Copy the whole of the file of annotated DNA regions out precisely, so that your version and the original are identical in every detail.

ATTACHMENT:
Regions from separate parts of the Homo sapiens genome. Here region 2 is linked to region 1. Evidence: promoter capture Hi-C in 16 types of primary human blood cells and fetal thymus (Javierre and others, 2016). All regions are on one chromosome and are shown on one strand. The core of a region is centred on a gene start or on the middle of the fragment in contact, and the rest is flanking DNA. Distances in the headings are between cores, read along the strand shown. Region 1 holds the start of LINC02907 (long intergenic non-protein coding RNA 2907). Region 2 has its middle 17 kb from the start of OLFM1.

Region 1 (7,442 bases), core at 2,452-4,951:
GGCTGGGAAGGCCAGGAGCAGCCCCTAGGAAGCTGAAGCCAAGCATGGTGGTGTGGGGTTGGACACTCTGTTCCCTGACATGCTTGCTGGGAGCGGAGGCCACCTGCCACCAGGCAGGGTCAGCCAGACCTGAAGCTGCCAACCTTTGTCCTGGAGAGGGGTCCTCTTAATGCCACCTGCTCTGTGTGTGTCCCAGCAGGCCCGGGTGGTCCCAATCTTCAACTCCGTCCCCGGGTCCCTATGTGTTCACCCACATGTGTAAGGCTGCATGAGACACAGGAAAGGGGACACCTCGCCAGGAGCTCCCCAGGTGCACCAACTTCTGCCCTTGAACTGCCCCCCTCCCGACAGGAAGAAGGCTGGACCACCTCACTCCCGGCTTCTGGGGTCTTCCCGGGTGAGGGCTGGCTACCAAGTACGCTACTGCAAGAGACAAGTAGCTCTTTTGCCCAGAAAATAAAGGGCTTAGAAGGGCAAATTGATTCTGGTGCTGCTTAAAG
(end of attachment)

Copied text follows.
Regions from separate parts of the Homo sapiens genome. Here region 2 is linked to region 1. Evidence: promoter capture Hi-C in 16 types of primary human blood cells and fetal thymus (Javierre and others, 2016). All regions are on one chromosome and are shown on one strand. The core of a region is centred on a gene start or on the middle of the fragment in contact, and the rest is flanking DNA. Distances in the headings are between cores, read along the strand shown. Region 1 holds the start of LINC02907 (long intergenic non-protein coding RNA 2907). Region 2 has its middle 17 kb from the start of OLFM1.

Region 1 (7,442 bases), core at 2,452-4,951:
GGCTGGGAAGGCCAGGAGCAGCCCCTAGGAAGCTGAAGCCAAGCATGGTGGTGTGGGGTTGGACACTCTGTTCCCTGACATGCTTGCTGGGAGCGGAGGCCACCTGCCACCAGGCAGGGTCAGCCAGACCTGAAGCTGCCAACCTTTGTCCTGGAGAGGGGTCCTCTTAATGCCACCTGCTCTGTGTGTGTCCCAGCAGGCCCGGGTGGTCCCAATCTTCAACTCCGTCCCCGGGTCCCTATGTGTTCACCCACATGTGTAAGGCTGCATGAGACACAGGAAAGGGGACACCTCGCCAGGAGCTCCCCAGGTGCACCAACTTCTGCCCTTGAACTGCCCCCCTCCCGACAGGAAGAAGGCTGGACCACCTCACTCCCGGCTTCTGGGGTCTTCCCGGGTGAGGGCTGGCTACCAAGTACGCTACTGCAAGAGACAAGTAGCTCTTTTGCCCAGAAAATAAAGGGCTTAGAAGGGCAAATTGATTCTGGTGCTGCTTAAAG